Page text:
Bi-la kaifa

From Wikipedia, the free encyclopedia
  (Redirected from Quranic literalism)
Jump to: navigation, search

The Arabic phrase bi-la kayfa, also bi l kaifa, (Arabic: بلا كيف) is roughly translated as "without asking how," or "without [knowing] how".[1] It was a way of resolving theological problems in Islam over apparent contradictions in verses in the Qur'an by accepting without questioning.[1] [2]

An example is (what some thought was) the contradiction between references to God (Arabic: الله‎‎ Allāh) having human characteristics (such as the "Hand of God" or the "Face of God"), and the Islamic concept of God as being transcendental, as evident in the Quranic verse "There is nothing like unto Him, and He is the Hearing, the Seeing," (Quran 42:11).[3] Another was the question of how the Quran could be both the word of God, but never have been created by God because (as many Hadith testified) it has always existed.[4] [5]

History[edit]

Abu al-Hasan al-Ash'ari (ca. 873-936) originated the use of the term in his development of the orthodox Ash'ari school against some of the paradoxes in the rationalist Mu'tazilah school of thought. Instead of explaining that God has a literal face (which would anthropomorphize God) he explained that the earliest Muslims simply accepted the verses as they stand, without asking how or why.[5] This view was held by the vast majority of Sunni Muslims from the first generations of Islam.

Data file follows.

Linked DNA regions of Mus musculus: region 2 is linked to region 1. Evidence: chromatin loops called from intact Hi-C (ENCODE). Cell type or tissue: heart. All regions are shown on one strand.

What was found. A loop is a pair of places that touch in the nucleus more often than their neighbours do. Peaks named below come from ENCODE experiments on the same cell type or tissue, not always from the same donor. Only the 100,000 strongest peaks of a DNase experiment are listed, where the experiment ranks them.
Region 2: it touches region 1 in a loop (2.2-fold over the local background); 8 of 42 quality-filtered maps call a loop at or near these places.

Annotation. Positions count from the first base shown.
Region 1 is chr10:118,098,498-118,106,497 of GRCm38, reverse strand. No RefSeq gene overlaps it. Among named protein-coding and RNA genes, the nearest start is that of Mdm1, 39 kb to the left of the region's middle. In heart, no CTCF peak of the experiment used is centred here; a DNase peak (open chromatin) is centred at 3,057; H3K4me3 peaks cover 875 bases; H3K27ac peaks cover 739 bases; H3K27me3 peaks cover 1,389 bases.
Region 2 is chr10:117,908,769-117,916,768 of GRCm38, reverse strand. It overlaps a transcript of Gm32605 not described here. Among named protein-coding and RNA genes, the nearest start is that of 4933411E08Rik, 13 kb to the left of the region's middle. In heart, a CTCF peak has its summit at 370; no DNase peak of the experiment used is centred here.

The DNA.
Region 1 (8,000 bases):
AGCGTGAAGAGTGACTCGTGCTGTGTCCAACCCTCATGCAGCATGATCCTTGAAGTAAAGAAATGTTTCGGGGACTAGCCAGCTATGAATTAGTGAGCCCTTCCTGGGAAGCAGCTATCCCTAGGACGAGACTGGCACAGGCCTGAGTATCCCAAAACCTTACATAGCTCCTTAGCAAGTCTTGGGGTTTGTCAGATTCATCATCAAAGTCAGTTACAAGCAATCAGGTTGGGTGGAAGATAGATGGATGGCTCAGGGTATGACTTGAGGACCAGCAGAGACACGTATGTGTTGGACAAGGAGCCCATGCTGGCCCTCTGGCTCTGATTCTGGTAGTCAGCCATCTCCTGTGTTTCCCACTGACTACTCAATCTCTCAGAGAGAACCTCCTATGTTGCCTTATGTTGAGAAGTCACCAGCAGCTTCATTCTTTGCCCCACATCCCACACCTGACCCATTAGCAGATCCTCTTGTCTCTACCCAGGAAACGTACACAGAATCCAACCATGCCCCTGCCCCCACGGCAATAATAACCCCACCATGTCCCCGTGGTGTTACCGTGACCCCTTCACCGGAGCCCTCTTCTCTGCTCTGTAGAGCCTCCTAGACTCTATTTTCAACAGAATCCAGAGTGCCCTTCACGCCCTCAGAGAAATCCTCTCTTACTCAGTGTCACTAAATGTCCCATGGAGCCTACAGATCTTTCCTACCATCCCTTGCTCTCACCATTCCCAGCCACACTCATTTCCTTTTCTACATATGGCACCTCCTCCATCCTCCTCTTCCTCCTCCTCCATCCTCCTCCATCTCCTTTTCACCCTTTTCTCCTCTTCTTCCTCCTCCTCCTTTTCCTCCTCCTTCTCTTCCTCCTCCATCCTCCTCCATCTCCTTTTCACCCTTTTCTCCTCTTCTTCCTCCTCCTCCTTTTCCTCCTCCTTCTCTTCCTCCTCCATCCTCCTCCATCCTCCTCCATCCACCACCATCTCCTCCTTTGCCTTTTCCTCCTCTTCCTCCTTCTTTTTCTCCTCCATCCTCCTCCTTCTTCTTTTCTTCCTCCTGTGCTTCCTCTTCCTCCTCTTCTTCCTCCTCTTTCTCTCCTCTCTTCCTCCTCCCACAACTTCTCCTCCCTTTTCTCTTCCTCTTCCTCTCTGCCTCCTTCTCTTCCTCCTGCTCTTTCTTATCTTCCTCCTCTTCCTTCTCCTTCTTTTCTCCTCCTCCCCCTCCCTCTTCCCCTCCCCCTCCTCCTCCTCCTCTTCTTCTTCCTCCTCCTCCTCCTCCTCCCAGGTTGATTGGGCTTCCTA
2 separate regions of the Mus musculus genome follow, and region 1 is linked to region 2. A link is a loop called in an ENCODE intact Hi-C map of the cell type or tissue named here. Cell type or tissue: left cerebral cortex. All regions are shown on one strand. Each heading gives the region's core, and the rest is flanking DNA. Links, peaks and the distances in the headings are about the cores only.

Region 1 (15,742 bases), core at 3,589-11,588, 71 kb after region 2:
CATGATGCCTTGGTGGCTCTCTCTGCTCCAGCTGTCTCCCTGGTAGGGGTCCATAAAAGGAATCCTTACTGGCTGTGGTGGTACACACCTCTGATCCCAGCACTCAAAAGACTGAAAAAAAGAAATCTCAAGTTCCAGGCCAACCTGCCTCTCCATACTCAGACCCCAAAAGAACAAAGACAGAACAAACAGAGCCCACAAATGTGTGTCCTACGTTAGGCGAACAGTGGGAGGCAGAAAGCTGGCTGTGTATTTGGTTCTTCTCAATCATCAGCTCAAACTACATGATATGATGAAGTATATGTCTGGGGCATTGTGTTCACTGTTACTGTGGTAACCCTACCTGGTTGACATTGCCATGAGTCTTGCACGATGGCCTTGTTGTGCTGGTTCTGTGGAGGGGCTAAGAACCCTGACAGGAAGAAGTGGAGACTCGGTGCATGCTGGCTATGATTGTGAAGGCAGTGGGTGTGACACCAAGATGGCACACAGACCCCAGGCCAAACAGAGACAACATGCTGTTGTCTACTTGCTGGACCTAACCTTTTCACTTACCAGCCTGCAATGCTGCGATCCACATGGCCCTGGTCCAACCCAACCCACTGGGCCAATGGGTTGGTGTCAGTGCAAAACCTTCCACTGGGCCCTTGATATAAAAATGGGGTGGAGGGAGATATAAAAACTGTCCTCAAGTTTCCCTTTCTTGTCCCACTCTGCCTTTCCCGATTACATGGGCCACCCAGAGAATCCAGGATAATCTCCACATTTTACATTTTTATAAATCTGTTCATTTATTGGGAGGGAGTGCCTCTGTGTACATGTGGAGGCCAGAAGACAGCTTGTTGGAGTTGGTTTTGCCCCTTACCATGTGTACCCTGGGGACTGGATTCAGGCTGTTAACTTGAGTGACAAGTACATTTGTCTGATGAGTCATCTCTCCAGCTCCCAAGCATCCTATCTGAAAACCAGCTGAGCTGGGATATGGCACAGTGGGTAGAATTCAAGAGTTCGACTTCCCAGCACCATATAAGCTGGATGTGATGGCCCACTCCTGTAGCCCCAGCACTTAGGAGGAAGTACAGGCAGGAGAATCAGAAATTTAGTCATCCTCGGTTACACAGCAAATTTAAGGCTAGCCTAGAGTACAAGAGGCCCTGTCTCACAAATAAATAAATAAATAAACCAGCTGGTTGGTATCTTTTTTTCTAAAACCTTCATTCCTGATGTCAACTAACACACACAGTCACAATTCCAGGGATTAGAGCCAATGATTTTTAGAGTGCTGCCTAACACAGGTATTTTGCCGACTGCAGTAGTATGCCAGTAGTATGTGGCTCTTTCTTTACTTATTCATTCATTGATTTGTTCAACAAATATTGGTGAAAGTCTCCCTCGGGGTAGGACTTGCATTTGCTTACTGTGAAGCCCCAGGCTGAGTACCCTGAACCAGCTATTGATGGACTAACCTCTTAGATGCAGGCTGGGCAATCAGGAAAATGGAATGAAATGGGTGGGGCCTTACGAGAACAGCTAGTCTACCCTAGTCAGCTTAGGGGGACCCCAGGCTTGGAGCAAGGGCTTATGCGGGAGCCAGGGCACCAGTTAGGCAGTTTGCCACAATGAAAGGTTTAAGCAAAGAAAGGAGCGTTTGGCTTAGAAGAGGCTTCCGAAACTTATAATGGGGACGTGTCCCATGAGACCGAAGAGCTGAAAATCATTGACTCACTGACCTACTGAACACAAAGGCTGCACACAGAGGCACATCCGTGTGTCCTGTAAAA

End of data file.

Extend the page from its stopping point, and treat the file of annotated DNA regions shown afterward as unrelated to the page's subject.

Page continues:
Another source credits Ibn Hanbal (founder of the Hanbali school of fiqh or jurisprudence) as the original creator of the doctrine.[6]

In reality both Ibn Hanbal and Abu al-Hasan al-Ash'ari held the same creed of and consisted of accepting the words of the mutashabihat or 'unapparent meanings' of the Qur'an and hadith as they have come without saying how they are meant.[7]

Interpretation[edit]

The term "bi-la kayf" is the belief that the verses of the Qur'an with an "unapparent meaning" should be accepted as they have come without saying how they are meant. For example, Imam Ahmad was asked about the hadiths mentioning “Allah’s descending,” “seeing Allah,” and “placing His foot on hell”; and the like, and he replied: “We believe in them and consider them true, without ‘how’ and without ‘meaning’ (bi la kayfa wa la ma‘na).[8]

References[edit]

  1. ^ a b Kadri, Sadakat (2012). Heaven on Earth: A Journey Through Shari'a Law from the Deserts of Ancient Arabia ... macmillan. p. 187. ISBN 9780099523277. 
  2. ^ Rafiabadi, Hamid Naseem (2009). The Intellectual Legacy of Ibn Taimiyah. New Delhi: Pinnacle Technology. ISBN 978-81-7625-906-4. Retrieved 7 September 2015. 
  3. ^ (Quran 42:11)
  4. ^ Wensinck, A J (2008) [1932]. The Muslim Creed: Its Genesis and Historical Development. Routledge. Retrieved 8 September 2015. 
  5. ^ a b Kadri, Sadakat (2012). Heaven on Earth: A Journey Through Shari'a Law from the Deserts of Ancient Arabia ... macmillan. pp. 74–5. ISBN 9780099523277. 
  6. ^ Akhtar, Shabbir. "12". The Quran and the Secular Mind: A Philosophy of Islam. Routledge. Retrieved 8 September 2015. 
  7. ^ Keller, Sheikh Nuh. "Imam Ahmad Ibn Hanbal". masud.co.uk. Retrieved 2016-03-30. 
  8. ^ Kawthari, Daf‘ shubah al-tashbih. Cairo n.d. Reprint. Cairo: al-Maktaba al-Tawfiqiyya, 1396/1976, 28

External links[edit]